Bushong grew up as a missionary child in Latin America, and remembers repeated farewells: “I felt as if a small part of my own heart was torn out each time I had to tell close friends goodbye, knowing that I would probably never see them again.”
She encourages discussion within families to understand how everyone’s coping with the move. “Observe your children and if you see them acting abnormal(ly) or withdrawing, talk to them about what is going on,” Bushong says in an email. “Listen and validate the feelings of grief. This will help them move forward.”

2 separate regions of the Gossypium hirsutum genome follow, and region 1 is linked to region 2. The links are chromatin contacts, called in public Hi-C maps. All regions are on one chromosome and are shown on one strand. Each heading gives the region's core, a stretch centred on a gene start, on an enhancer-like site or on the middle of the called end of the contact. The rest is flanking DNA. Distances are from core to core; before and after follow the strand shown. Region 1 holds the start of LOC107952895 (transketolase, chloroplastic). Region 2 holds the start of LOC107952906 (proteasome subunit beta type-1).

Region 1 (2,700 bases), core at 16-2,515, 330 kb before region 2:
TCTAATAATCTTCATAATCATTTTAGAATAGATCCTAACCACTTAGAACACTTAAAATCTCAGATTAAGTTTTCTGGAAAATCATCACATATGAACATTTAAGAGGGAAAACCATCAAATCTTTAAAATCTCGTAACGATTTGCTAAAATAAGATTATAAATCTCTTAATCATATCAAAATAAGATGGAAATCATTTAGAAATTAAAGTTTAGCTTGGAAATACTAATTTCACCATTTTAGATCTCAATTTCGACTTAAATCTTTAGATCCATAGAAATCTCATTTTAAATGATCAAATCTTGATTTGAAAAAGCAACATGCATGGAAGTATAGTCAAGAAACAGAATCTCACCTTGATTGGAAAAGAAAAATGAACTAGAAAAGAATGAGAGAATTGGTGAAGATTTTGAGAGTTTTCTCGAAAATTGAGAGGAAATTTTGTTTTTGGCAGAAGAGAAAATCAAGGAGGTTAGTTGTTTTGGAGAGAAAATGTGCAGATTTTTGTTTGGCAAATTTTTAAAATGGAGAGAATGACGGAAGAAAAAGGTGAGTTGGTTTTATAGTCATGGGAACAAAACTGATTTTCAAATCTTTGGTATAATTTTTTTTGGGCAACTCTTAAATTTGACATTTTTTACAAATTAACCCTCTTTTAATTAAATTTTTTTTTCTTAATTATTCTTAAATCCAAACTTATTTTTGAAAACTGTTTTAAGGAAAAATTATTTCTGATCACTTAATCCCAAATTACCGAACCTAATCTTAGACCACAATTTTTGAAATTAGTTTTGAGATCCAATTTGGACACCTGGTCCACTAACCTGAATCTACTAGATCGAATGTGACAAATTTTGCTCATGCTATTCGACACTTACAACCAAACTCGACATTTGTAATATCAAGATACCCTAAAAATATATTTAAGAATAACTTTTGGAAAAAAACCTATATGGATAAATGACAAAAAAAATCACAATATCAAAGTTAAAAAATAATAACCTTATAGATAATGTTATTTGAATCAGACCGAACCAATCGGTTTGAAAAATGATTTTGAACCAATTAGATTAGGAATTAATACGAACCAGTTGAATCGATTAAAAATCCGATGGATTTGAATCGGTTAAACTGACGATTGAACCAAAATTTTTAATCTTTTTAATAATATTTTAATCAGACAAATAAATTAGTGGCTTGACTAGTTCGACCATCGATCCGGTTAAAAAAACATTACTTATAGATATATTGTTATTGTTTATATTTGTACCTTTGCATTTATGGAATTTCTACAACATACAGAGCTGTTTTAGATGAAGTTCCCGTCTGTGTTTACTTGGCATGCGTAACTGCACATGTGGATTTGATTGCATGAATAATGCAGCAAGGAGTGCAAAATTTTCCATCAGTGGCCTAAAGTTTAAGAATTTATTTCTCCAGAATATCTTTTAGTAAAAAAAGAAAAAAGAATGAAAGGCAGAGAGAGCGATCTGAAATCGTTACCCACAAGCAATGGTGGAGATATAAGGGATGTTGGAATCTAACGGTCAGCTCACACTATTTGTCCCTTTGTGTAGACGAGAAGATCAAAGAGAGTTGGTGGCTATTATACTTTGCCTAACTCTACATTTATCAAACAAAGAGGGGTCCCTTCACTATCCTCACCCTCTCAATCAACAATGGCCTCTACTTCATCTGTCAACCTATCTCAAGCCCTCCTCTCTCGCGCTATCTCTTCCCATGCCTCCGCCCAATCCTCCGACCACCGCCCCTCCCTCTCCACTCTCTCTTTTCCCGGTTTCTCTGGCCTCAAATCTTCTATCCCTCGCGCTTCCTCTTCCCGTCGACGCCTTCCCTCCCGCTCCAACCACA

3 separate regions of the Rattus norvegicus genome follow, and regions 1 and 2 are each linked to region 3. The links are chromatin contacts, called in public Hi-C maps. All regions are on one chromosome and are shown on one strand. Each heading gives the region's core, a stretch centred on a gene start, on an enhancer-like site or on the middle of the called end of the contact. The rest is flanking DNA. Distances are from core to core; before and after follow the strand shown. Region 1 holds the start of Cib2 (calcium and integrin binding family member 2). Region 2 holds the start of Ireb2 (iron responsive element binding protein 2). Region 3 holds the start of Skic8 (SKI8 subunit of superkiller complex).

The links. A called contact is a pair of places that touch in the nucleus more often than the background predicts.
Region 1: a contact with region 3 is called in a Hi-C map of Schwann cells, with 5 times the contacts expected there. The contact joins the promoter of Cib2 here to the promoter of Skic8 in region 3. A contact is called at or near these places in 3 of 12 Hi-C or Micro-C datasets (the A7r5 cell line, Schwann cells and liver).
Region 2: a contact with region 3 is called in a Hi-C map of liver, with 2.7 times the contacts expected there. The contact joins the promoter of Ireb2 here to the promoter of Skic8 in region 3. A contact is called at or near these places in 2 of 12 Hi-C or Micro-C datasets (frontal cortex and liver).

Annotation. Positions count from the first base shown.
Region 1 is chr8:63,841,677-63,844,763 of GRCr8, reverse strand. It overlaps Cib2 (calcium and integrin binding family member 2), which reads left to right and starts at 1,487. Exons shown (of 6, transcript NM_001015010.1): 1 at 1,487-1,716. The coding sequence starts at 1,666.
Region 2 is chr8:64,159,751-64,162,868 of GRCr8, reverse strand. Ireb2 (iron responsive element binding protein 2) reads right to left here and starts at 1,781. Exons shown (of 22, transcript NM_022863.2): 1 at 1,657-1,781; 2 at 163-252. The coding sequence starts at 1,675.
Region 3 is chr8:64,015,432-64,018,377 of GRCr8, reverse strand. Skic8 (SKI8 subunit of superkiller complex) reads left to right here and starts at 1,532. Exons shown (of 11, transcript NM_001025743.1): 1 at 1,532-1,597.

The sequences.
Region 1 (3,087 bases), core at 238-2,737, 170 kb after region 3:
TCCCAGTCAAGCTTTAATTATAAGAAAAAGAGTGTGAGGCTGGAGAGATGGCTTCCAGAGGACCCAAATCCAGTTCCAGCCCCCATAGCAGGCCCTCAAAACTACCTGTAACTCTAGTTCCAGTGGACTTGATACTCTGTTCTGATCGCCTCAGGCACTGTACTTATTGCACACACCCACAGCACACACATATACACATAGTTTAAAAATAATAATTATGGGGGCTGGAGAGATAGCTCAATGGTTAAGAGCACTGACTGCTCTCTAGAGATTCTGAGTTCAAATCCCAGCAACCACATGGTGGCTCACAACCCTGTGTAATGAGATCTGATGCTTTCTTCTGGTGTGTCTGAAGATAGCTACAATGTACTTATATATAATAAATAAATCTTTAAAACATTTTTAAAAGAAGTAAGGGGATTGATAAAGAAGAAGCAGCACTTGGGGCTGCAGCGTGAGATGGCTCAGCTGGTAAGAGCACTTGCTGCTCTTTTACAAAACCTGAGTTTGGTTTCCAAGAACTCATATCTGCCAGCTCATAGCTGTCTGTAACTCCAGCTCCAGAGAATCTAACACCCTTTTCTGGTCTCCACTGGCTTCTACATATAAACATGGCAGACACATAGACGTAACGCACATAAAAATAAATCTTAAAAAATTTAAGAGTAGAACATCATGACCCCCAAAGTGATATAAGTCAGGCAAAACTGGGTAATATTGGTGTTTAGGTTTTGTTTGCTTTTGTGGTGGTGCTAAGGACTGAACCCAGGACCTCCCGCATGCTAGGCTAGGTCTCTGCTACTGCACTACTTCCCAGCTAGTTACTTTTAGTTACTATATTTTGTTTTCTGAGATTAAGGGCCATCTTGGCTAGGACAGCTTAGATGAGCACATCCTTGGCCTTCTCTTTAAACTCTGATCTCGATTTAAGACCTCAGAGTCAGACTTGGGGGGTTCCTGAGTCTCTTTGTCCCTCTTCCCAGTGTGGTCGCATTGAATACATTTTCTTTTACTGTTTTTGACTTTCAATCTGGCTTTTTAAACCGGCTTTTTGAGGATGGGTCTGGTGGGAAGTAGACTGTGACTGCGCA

That may be more difficult in some situations. Children brought up in difficult environments, perhaps where there are incidences of violent crime, kidnapping or political unrest, may be at risk of Post Traumatic Stress Disorder (PTSD). Ignoring potential problems can also store up trouble for later, when the TCK becomes an adult.
“If an individual has had a difficult experience in childhood and hasn’t been able to make sense of that, that can be carried into adult life,” cautions Kate Berger, a New Yorker who moved to The Netherlands to study and now runs the Expat Kids Club, working with schools and families handling international transitions. Still, she’s keen to emphasise that most TCKs benefit enormously from their childhood experiences.
Luckily for 21st century TCKs there is more support than ever before. Over the past two decades, schools have beefed up counselling services and increasingly provide assistance to children from the time they arrive to the time they leave.